According to PBOT, NE 7th will also soon be equipped with upgraded lighting at several intersections, and new lighting will also be installed at several intersections on NE 9th in between Prescott and Ainsworth streets. This will be done within the next few weeks.

Right now, it’s hard to tell how the changes on NE 7th will impact the feeling on the street. When I rolled over there earlier today, there weren’t a lot of cars in the new parking zone, so I wasn’t able to get a sense of how it would feel if all the spots were utilized. But in the places where the center line striping has been removed, 7th does already feel more like a neighborhood street and less like a busy throughway. It’s very interesting how a little bit of paint (or a lack thereof) can make a difference.

All of this is part of phase 1 of implementing the Lloyd to Woodlawn Neighborhood Greenway project. Once the first phase is complete, PBOT hopes to begin work on the next round of plans for the greenway project construction, but this second phase is currently unfunded.

Taylor Griggs

Taylor Griggs

Taylor was BikePortland's staff writer from 2021 to 2023. She currently writes for the Portland Mercury. Contact her at taylorgriggswriter@gmail.com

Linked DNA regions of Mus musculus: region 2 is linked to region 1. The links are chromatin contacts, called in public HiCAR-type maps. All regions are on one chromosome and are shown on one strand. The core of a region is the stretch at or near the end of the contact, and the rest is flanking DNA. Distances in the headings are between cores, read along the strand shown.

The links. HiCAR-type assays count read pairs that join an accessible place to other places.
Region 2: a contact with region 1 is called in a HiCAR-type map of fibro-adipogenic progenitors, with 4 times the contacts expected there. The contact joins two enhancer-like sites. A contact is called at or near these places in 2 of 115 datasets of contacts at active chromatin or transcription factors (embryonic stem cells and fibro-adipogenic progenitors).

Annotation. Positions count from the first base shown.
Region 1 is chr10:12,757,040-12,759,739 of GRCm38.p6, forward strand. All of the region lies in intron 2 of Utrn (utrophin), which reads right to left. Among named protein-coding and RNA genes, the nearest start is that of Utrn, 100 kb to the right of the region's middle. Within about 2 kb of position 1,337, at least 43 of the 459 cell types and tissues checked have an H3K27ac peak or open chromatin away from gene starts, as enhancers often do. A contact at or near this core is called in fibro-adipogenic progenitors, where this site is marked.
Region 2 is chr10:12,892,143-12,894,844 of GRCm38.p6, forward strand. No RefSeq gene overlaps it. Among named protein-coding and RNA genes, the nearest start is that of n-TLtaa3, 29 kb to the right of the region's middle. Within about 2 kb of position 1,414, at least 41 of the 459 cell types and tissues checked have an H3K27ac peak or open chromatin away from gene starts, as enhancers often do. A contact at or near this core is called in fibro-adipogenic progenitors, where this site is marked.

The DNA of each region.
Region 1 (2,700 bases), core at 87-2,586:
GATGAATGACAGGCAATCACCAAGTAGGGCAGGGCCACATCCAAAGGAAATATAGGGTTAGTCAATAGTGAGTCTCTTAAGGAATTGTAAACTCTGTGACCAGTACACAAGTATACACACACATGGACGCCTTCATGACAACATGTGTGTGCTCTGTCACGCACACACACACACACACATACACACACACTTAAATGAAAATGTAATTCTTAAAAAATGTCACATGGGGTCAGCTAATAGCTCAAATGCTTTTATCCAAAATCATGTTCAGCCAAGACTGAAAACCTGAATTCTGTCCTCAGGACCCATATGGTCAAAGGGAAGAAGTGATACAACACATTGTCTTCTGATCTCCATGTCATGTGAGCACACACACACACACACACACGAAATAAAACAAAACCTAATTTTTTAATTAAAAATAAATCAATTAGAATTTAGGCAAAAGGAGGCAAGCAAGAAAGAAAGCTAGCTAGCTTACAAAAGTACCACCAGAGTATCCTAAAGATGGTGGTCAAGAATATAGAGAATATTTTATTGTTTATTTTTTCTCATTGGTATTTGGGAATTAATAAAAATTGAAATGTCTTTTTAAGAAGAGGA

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Andrew Kreps
Andrew Kreps
1 year ago

All that’s left is putting the “gapped” speed humps in and then drivers will be swerving at bike riders all day. Go ride down Harold St if you don’t believe me.

Daniel Reimer
1 year ago

Nice to know PBOT is willing to consider removing the centerline. They plan on adding speed bumps to SW 45th and when suggested that removing the centerline could do traffic calming instead, I was told that’s not possible because there were 6,000+ cars regularly traveling.

I wish this was something PBOT was more willing to consider elsewhere as traffic calming measures, especially on streets that have relatively low car usage with no sidewalks.

David Hampsten
David Hampsten
1 year ago
Reply to  Daniel Reimer

PBOT did it on SE Mill Street east of 130th about 10 years ago and it really helped reduce car speeds; eventually they did several more nearby streets – the lines are still gone. It really is a proven strategy nationwide – those yellow lines give drivers a hard-wired cue to go faster and drive like maniacs – remove them and drivers feel like they are driving on a residential street. The Dutch did it first, of course.

Jay Cee
Jay Cee
1 year ago
Reply to  Daniel Reimer

They need to remove the center line on ainsworth from mlk to the bluffs too

Atreus
Atreus
1 year ago
Reply to  Jay Cee

Yes, totally agree! That is a pretty low-traffic section and there’s no way it needs a centerline.

FDUP
FDUP
1 year ago
Reply to  Daniel Reimer

Unfortunately they used their grinder to do it. OMG does that street need repaving!

Zachary
Zachary
1 year ago
Reply to  Daniel Reimer

I wonder how much of the slowing effect can be attributed to the novelty of no center line? Meaning, as this strategy is more widely deployed, will its impact be diminished? A great longitudinal study for some young MURP student!